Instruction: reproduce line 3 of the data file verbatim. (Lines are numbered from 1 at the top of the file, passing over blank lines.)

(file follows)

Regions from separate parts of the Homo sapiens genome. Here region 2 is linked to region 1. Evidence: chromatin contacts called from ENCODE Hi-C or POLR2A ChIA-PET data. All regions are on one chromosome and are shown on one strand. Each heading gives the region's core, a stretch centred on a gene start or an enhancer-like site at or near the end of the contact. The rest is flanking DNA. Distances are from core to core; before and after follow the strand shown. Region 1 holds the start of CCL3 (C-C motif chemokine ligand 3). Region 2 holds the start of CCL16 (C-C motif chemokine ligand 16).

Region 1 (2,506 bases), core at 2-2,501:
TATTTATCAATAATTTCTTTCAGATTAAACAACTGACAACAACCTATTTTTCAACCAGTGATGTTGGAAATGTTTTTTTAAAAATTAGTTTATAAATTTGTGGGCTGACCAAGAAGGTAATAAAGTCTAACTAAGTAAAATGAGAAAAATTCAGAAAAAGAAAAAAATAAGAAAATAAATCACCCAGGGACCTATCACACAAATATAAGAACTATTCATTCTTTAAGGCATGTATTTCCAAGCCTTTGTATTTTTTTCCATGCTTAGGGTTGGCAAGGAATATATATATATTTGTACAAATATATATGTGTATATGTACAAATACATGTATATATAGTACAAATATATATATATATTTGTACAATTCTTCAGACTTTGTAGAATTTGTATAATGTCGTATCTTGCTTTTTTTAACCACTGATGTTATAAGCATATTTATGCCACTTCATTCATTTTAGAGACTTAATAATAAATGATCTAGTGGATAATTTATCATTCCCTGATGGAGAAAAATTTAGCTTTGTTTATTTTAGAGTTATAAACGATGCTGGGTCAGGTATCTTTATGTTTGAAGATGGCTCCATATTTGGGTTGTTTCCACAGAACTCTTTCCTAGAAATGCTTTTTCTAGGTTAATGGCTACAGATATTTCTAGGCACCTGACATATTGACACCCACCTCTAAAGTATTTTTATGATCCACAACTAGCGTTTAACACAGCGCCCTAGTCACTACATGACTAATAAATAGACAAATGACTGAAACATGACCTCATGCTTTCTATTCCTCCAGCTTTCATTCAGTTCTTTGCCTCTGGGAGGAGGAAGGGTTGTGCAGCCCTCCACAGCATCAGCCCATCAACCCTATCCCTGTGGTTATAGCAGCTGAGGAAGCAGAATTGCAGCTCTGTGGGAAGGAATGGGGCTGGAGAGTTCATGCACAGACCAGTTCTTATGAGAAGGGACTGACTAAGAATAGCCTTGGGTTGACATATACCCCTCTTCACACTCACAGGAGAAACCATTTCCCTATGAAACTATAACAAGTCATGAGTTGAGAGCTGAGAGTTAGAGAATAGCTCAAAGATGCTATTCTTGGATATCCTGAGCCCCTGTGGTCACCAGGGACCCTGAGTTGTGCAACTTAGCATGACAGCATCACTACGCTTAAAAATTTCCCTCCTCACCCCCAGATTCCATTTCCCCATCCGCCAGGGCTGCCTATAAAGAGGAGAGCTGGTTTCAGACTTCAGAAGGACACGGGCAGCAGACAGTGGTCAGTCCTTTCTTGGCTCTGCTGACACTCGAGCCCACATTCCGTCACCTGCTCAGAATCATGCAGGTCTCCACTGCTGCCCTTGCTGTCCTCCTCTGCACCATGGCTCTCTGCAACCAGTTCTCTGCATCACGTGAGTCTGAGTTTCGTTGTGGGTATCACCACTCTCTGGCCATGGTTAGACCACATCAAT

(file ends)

TATTTATCAATAATTTCTTTCAGATTAAACAACTGACAACAACCTATTTTTCAACCAGTGATGTTGGAAATGTTTTTTTAAAAATTAGTTTATAAATTTGTGGGCTGACCAAGAAGGTAATAAAGTCTAACTAAGTAAAATGAGAAAAATTCAGAAAAAGAAAAAAATAAGAAAATAAATCACCCAGGGACCTATCACACAAATATAAGAACTATTCATTCTTTAAGGCATGTATTTCCAAGCCTTTGTATTTTTTTCCATGCTTAGGGTTGGCAAGGAATATATATATATTTGTACAAATATATATGTGTATATGTACAAATACATGTATATATAGTACAAATATATATATATATTTGTACAATTCTTCAGACTTTGTAGAATTTGTATAATGTCGTATCTTGCTTTTTTTAACCACTGATGTTATAAGCATATTTATGCCACTTCATTCATTTTAGAGACTTAATAATAAATGATCTAGTGGATAATTTATCATTCCCTGATGGAGAAAAATTTAGCTTTGTTTATTTTAGAGTTATAAACGATGCTGGGTCAGGTATCTTTATGTTTGAAGATGGCTCCATATTTGGGTTGTTTCCACAGAACTCTTTCCTAGAAATGCTTTTTCTAGGTTAATGGCTACAGATATTTCTAGGCACCTGACATATTGACACCCACCTCTAAAGTATTTTTATGATCCACAACTAGCGTTTAACACAGCGCCCTAGTCACTACATGACTAATAAATAGACAAATGACTGAAACATGACCTCATGCTTTCTATTCCTCCAGCTTTCATTCAGTTCTTTGCCTCTGGGAGGAGGAAGGGTTGTGCAGCCCTCCACAGCATCAGCCCATCAACCCTATCCCTGTGGTTATAGCAGCTGAGGAAGCAGAATTGCAGCTCTGTGGGAAGGAATGGGGCTGGAGAGTTCATGCACAGACCAGTTCTTATGAGAAGGGACTGACTAAGAATAGCCTTGGGTTGACATATACCCCTCTTCACACTCACAGGAGAAACCATTTCCCTATGAAACTATAACAAGTCATGAGTTGAGAGCTGAGAGTTAGAGAATAGCTCAAAGATGCTATTCTTGGATATCCTGAGCCCCTGTGGTCACCAGGGACCCTGAGTTGTGCAACTTAGCATGACAGCATCACTACGCTTAAAAATTTCCCTCCTCACCCCCAGATTCCATTTCCCCATCCGCCAGGGCTGCCTATAAAGAGGAGAGCTGGTTTCAGACTTCAGAAGGACACGGGCAGCAGACAGTGGTCAGTCCTTTCTTGGCTCTGCTGACACTCGAGCCCACATTCCGTCACCTGCTCAGAATCATGCAGGTCTCCACTGCTGCCCTTGCTGTCCTCCTCTGCACCATGGCTCTCTGCAACCAGTTCTCTGCATCACGTGAGTCTGAGTTTCGTTGTGGGTATCACCACTCTCTGGCCATGGTTAGACCACATCAAT